This paper discusses key findings of the Fourth Review Under the Poverty Reduction and Growth Facility (PRGF) for Afghanistan and a Request for Waiver of Performance Criterion. Program performance during the second half of 2007/08 fell short of expectations. The performance criterion on fiscal revenue was missed, and the authorities fell behind on several program commitments. For 2008/09, real GDP growth is projected to moderate to 7.5 percent and inflation to decelerate to 15½ percent by year’s end.
The Executive Board of the International Monetary Fund (IMF) today completed the fourth review of The Islamic Republic of Afghanistan’s performance under the economic program supported by the three-year Poverty Reduction and Growth Facility (PRGF) arrangement. The completion of the review allows for an immediate disbursement of SDR 11.3 million (about US$18.5 million), which would bring total disbursements under the arrangement to SDR 58.4 million (about US$95.6 million).
In completing the review, the Board also granted a waiver of non-observance of a quantitative performance criterion related to the collection of fiscal revenue. The Afghan authorities have implemented measures to address the primary causes of the revenue slippage in 2007/08 (fiscal year ending on March 19, 2008) and committed to take additional measures to ensure that the improvement will be sustained in 2008/09.
The PRGF arrangement for the Islamic Republic of Afghanistan was approved in June 2006 for an amount equivalent to SDR 81.0 million (about US$132.5 million) (see Press Release No. 06/144).
Following the Executive Board’s discussion, Mr. Murilo Portugal, Deputy Managing Director and Acting Chair, said:
“The Afghan economy experienced strong growth in FY 2007/08, while inflation surged reflecting higher food and fuel import prices, and the security situation remained precarious. These are daunting challenges for the authorities to implement their PRGF-supported program. The success of the program hinges on a sustained implementation of the revenue-enhancing measures needed to prevent long-term aid dependence, and achieve fiscal sustainability over the long term. The expeditious implementation of tax policy and administration reforms is a priority in this regard. There is also a need to accelerate structural reforms in order to improve the country’s growth and poverty alleviation prospects. Strong commitment by the Afghan authorities to the objectives of the program along with further improvements in governance will help ensure continued support from the international community.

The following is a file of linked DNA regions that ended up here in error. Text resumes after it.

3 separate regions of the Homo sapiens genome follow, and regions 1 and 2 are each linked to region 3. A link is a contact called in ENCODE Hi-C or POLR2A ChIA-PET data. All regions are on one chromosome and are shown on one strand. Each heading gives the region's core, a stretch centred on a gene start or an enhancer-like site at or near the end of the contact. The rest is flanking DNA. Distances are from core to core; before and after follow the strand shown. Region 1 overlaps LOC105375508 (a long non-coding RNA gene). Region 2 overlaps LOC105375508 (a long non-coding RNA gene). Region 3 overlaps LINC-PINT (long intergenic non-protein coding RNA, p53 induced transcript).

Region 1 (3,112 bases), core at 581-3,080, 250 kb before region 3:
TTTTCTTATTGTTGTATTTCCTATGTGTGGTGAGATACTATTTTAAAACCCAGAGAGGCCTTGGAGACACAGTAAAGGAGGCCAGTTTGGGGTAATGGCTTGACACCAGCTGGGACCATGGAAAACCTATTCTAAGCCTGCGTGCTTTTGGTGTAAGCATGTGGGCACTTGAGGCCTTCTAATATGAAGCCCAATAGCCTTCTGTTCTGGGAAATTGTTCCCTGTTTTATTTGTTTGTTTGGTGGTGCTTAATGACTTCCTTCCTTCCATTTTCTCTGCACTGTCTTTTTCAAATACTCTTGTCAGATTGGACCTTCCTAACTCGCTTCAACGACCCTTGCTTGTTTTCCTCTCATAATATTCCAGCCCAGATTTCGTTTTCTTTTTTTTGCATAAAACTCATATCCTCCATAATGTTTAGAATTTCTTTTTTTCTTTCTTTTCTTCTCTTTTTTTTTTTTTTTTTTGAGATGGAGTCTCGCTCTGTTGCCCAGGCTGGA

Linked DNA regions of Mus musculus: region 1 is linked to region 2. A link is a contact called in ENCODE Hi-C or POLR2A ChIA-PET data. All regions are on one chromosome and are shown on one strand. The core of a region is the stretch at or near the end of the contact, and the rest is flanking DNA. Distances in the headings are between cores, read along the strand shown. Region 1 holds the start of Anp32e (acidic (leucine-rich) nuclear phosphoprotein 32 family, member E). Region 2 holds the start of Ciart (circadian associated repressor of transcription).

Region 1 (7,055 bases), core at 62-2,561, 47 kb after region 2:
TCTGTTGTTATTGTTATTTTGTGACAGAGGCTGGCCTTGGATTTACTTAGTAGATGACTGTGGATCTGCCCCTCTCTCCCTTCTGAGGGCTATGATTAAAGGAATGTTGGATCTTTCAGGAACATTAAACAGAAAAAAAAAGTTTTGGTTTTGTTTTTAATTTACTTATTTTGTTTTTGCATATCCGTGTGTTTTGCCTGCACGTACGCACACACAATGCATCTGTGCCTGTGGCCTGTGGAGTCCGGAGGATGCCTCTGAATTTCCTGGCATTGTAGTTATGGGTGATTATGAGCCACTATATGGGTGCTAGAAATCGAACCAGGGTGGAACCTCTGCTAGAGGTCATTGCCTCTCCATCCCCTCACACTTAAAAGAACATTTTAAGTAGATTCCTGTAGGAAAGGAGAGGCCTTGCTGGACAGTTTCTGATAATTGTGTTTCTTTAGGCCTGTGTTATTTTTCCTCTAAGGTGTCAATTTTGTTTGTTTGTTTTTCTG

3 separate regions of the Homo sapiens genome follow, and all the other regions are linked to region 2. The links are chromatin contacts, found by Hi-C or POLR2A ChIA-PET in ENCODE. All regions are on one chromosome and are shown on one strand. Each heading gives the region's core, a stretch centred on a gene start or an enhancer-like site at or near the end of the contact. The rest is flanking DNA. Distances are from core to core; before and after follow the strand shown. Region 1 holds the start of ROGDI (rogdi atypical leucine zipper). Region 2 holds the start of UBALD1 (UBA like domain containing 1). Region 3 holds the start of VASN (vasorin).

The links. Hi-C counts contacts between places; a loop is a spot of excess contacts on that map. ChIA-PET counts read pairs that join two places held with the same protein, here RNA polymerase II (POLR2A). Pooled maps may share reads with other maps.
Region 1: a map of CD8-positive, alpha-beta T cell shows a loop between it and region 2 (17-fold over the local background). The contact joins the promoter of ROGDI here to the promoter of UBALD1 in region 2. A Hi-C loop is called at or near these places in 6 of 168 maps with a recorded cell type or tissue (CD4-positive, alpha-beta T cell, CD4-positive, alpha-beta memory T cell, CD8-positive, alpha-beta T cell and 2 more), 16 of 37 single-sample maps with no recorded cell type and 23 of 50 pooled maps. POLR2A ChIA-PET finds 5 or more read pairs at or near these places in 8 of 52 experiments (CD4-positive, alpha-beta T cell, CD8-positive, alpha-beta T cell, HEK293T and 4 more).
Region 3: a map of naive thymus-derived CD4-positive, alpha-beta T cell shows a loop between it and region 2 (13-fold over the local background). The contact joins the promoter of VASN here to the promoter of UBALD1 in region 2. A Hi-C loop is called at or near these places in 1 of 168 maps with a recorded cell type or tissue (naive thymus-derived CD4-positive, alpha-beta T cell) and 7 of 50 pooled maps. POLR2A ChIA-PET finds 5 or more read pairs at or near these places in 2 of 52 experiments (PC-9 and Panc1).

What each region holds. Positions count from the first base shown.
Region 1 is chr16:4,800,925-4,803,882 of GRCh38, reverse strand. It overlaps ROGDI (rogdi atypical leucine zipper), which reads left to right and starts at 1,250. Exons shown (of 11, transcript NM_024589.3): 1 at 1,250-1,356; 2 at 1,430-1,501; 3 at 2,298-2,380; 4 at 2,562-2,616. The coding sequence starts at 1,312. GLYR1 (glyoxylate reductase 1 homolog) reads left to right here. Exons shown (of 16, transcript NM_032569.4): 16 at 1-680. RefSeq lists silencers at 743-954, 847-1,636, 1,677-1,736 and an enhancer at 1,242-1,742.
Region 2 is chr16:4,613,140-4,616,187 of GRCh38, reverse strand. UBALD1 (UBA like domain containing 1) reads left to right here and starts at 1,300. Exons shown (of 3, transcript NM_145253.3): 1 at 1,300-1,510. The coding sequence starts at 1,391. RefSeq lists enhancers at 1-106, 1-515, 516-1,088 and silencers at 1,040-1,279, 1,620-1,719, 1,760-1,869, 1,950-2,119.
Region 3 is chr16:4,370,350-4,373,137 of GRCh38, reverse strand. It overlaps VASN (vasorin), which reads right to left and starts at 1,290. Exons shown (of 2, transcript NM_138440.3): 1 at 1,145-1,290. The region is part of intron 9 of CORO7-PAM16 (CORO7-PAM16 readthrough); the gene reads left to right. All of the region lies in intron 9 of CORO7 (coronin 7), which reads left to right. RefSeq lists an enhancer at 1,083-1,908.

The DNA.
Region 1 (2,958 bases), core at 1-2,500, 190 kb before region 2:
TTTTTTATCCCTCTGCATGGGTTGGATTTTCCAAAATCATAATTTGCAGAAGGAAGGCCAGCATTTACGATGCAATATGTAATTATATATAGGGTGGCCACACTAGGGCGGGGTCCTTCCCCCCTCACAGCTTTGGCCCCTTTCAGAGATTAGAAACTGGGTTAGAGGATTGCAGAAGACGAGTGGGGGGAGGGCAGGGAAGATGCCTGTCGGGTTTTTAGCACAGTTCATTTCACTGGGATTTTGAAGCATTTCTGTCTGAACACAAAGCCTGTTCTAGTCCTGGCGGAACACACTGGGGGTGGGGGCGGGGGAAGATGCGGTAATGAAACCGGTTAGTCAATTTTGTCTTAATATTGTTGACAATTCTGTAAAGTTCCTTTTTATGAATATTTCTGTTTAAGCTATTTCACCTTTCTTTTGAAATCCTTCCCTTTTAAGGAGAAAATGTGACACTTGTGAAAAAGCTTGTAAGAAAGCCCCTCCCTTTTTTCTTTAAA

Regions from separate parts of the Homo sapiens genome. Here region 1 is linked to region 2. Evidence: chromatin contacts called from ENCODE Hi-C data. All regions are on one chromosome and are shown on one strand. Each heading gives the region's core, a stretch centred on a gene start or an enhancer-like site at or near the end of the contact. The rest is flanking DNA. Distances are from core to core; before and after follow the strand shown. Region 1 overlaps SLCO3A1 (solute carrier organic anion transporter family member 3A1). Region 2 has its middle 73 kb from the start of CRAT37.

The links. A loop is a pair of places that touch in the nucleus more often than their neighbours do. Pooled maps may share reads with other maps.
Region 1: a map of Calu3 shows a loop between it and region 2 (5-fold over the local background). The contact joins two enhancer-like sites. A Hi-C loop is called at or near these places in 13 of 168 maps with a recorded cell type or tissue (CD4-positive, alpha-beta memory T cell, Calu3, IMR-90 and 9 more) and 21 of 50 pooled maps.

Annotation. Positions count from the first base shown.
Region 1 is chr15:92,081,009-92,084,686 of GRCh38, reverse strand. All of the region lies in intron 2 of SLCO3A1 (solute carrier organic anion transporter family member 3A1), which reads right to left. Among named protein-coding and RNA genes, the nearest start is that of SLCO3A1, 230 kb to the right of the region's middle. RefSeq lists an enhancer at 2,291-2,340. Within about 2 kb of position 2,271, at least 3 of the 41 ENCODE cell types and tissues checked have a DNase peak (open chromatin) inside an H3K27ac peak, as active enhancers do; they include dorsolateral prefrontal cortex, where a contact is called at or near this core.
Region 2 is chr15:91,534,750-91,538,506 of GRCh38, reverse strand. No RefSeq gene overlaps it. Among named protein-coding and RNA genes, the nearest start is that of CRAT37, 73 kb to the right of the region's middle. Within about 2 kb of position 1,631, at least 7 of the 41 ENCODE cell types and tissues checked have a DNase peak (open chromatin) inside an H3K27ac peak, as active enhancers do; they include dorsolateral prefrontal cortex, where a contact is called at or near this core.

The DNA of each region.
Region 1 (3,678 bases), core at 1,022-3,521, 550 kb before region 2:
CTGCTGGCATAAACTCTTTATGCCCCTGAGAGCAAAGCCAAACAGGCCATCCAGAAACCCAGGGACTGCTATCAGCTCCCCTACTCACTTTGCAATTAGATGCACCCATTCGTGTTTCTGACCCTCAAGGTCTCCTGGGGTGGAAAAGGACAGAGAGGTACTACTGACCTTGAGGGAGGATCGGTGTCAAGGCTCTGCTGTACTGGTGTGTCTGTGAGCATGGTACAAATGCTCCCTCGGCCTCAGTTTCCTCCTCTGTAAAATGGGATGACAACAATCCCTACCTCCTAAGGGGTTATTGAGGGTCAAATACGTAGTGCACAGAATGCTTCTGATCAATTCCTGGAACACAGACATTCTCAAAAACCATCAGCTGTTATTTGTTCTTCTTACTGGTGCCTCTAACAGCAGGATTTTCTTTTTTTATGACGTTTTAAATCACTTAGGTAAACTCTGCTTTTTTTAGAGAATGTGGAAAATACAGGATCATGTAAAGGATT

“The fiscal reform agenda focuses on strengthening public financial management, particularly on project preparation, procurement, expenditure execution, and tracking. Steps will need to be taken to modernize the civil service, including by linking the compensation system to skills and performance in the context of pay and grade reform. Clarifying the relationship between the budget and key state-owned enterprises will be key to preventing the emergence of fiscal drains and foster good corporate governance, particularly with respect to the national airline and the state-owned electricity company. There is also a need to improve transparency in the domestic petroleum sector and to prepare for the privatization of the government-owned Fuel and Liquid Gas Enterprise.
“The resurgence of inflation, caused by the sharp increase in food prices, requires a carefully designed policy response. This will involve prudent financial policies to help contain second-order inflationary effects, and targeted policy actions to alleviate the impact of higher food prices on vulnerable groups.
“Lowering inflation will be helped by ensuring observance of the currency in circulation ceiling. It will also be important to proceed cautiously with the planned increases in the volume of capital notes in order to avoid excessive interest rate fluctuations. A further strengthening of the regulatory framework and enforcement procedures will help stem risks in the banking sector.
“The authorities need to work closely with the World Food Program and other donor agencies to help the poor cope with the impact of increased wheat prices. Putting in place appropriate mechanisms to deliver assistance through targeted cash transfers to vulnerable households seems preferable to relying exclusively on direct wheat imports,” Mr. Portugal said.
The PRGF is the IMF’s concessional facility for low-income countries. PRGF loans carry an annual interest rate of 0.5 percent and are repayable over 10 years with a 5½-year grace period on principal payments.